Combustion of aluminum particles with steam and liquid water

Grant A. Risha, Ying Huang, Richard A. Yetter, Vigor Yang, Steven F. Son, Bryce C. Tappan

Research output: Chapter in Book/Report/Conference proceedingConference contribution

41 Citations (Scopus)

Abstract

Experiments were conducted to study the effect of liquid and gas phases of water as the oxidizer combusting with both micron- and nano-sized aluminum particles. Combustion of aluminum with steam was achieved using a Bunsen-type dust cloud apparatus. During the experiment, the aluminum particles, ∼5-8 microns in diameter, were entrained in a high-velocity steam flow while the aerosol velocity is regulated by an ejector system to maintain a stable flame at the end of the contoured nozzle. AI/steam/N2 flames were obtained for various equivalence ratios at atmospheric pressure. The flame luminosity was less than that of aluminum/air mixtures due to the reduction in flame temperature. Linear and massburning rates of mixtures of nanoaluminum (38 nm) and liquid water as a function of pressure and mixture composition at room temperature were measured using a constant volume optical pressure vessel. At the highest pressure studied (4.3 M Pa), the linear burning rate was found to be 8.6β0.4 cm/s corresponding to a mass-burning rate of 6.1 g/cm 2-s. The pressure exponent at room temperature was 0.47, which was independent of the overall mixture equivalence ratio for the cases considered.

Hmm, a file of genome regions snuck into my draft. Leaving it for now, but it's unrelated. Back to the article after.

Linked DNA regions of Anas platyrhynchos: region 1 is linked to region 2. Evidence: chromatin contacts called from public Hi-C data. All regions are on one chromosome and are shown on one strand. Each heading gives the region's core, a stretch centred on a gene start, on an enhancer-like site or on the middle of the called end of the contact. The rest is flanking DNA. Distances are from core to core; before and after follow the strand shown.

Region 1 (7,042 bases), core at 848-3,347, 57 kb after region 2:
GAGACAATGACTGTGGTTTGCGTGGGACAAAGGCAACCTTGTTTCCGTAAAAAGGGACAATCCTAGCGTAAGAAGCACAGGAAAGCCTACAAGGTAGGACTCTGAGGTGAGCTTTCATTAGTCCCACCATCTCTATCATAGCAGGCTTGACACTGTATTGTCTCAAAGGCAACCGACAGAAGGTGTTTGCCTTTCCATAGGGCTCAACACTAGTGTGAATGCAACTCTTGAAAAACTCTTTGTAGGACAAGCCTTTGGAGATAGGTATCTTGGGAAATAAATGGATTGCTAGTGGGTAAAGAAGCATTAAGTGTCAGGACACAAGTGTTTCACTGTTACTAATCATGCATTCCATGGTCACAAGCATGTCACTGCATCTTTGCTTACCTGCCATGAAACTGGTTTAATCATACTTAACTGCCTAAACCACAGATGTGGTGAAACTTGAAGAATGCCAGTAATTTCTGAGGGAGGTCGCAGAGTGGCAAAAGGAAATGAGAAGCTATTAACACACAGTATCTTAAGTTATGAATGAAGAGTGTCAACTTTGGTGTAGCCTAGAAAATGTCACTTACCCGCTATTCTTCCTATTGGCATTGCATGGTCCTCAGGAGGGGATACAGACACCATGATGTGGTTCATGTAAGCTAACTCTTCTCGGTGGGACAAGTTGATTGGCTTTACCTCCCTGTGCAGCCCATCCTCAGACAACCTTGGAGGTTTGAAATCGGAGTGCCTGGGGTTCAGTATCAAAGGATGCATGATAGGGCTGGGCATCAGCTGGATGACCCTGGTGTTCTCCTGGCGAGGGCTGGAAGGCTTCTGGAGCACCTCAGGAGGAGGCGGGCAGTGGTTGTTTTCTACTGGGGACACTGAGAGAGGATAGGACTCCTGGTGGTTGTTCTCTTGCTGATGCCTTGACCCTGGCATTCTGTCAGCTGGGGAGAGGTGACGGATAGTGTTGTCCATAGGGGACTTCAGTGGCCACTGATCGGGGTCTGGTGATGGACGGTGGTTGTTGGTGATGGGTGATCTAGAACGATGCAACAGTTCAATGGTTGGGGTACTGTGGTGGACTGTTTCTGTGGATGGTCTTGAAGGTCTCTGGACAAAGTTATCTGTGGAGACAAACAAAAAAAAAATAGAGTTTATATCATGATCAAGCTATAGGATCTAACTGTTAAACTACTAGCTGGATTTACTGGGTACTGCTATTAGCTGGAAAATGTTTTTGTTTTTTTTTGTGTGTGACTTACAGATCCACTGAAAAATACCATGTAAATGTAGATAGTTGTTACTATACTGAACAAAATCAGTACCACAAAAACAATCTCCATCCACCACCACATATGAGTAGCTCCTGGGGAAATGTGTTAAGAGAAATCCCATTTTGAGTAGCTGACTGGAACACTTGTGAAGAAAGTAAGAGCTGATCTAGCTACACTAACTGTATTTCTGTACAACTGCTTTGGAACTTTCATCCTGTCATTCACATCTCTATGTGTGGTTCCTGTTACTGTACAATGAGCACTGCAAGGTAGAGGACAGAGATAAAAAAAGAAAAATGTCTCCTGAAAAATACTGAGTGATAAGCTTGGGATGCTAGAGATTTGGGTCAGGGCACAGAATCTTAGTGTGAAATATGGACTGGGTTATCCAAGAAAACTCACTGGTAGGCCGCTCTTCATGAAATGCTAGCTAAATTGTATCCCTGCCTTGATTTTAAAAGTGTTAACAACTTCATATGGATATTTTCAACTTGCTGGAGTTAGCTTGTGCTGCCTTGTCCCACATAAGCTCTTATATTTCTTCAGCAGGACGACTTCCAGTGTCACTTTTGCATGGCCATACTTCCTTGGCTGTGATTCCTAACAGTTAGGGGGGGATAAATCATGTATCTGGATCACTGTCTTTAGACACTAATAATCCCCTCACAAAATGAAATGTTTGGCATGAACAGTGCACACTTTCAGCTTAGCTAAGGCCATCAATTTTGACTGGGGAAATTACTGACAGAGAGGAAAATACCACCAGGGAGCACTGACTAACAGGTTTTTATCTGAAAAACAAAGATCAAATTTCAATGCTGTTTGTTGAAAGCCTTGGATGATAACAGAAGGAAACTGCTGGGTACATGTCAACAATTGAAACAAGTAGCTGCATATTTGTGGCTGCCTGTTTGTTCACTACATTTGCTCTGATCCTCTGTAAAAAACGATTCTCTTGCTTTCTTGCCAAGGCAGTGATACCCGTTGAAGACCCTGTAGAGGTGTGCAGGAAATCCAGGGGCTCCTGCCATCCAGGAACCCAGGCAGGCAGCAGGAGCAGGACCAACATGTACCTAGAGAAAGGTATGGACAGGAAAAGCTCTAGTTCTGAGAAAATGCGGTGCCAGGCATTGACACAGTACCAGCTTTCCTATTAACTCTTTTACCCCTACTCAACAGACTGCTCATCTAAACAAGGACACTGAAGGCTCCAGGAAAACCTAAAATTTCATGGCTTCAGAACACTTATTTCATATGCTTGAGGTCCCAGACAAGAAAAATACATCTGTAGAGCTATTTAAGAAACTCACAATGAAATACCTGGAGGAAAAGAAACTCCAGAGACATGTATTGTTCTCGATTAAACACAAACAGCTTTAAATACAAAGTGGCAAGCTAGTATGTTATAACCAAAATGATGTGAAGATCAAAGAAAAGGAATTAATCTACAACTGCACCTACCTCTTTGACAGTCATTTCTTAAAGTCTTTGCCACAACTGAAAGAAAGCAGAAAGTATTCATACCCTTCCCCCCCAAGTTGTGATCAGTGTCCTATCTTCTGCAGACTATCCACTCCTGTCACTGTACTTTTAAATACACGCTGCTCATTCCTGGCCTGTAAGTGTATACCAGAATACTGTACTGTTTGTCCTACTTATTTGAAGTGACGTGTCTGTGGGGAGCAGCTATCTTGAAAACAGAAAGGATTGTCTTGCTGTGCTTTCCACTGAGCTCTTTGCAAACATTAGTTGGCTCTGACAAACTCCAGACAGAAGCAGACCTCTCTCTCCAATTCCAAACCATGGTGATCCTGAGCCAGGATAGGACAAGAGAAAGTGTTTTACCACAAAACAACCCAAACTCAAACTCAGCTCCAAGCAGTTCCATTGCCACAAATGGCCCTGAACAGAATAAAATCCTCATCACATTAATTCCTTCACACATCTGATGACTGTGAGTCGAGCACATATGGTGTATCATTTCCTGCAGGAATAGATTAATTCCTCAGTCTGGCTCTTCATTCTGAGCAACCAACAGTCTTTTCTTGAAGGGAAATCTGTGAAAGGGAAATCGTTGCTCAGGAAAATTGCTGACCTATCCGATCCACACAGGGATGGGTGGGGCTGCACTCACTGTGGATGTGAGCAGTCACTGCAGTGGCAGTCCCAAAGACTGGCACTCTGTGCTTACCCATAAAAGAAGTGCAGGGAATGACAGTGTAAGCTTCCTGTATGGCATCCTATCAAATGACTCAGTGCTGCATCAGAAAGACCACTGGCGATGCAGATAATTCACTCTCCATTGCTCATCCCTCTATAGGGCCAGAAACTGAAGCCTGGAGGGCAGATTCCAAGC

Original languageEnglish
Title of host publicationCollection of Technical Papers - 44th AIAA Aerospace Sciences Meeting
Pages14007-14014
Number of pages8
Publication statusPublished - 2006
Event44th AIAA Aerospace Sciences Meeting 2006 - Reno, NV, United States
Duration: 2006 Jan 92006 Jan 12

Publication series

NameCollection of Technical Papers - 44th AIAA Aerospace Sciences Meeting
Volume19

Other

Other44th AIAA Aerospace Sciences Meeting 2006
Country/TerritoryUnited States
CityReno, NV
Period06-01-0906-01-12

All Science Journal Classification (ASJC) codes

  • Space and Planetary Science
  • Aerospace Engineering

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